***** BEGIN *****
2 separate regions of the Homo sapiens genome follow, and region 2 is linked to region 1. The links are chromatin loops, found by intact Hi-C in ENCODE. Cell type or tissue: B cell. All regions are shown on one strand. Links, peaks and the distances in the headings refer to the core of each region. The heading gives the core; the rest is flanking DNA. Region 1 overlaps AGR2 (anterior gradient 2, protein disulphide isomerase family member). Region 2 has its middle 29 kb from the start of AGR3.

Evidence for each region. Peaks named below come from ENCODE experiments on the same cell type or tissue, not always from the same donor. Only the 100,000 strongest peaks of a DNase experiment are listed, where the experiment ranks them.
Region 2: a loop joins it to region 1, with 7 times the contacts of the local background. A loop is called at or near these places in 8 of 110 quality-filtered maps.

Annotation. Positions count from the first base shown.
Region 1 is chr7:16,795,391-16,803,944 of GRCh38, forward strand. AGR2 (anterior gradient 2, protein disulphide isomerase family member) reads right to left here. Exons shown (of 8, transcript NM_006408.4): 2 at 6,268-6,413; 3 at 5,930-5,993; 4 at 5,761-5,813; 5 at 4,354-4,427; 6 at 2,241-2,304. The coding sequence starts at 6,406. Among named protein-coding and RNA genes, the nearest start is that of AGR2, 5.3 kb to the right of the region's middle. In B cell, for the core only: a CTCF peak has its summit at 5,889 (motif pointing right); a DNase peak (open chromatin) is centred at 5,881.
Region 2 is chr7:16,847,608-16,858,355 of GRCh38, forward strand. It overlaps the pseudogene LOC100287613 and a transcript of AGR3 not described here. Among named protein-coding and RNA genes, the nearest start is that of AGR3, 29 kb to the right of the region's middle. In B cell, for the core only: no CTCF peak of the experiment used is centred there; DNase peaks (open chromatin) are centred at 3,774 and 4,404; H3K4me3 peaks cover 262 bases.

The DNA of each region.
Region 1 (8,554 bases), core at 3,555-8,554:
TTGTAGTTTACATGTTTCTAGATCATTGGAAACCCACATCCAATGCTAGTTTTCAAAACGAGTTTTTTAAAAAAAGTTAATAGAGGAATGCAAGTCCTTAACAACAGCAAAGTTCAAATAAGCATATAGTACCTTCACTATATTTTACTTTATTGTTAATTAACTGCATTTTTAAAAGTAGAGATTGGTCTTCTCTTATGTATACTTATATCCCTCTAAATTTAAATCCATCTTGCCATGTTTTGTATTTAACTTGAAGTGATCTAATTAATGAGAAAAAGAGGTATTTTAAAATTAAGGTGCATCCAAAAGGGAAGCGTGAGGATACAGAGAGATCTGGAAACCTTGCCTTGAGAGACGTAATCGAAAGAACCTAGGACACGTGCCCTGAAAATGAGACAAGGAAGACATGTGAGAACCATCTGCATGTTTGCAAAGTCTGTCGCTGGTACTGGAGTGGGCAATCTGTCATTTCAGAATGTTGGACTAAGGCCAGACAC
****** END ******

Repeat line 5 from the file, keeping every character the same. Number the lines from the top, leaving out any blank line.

Region 1 is chr7:16,795,391-16,803,944 of GRCh38, forward strand. AGR2 (anterior gradient 2, protein disulphide isomerase family member) reads right to left here. Exons shown (of 8, transcript NM_006408.4): 2 at 6,268-6,413; 3 at 5,930-5,993; 4 at 5,761-5,813; 5 at 4,354-4,427; 6 at 2,241-2,304. The coding sequence starts at 6,406. Among named protein-coding and RNA genes, the nearest start is that of AGR2, 5.3 kb to the right of the region's middle. In B cell, for the core only: a CTCF peak has its summit at 5,889 (motif pointing right); a DNase peak (open chromatin) is centred at 5,881.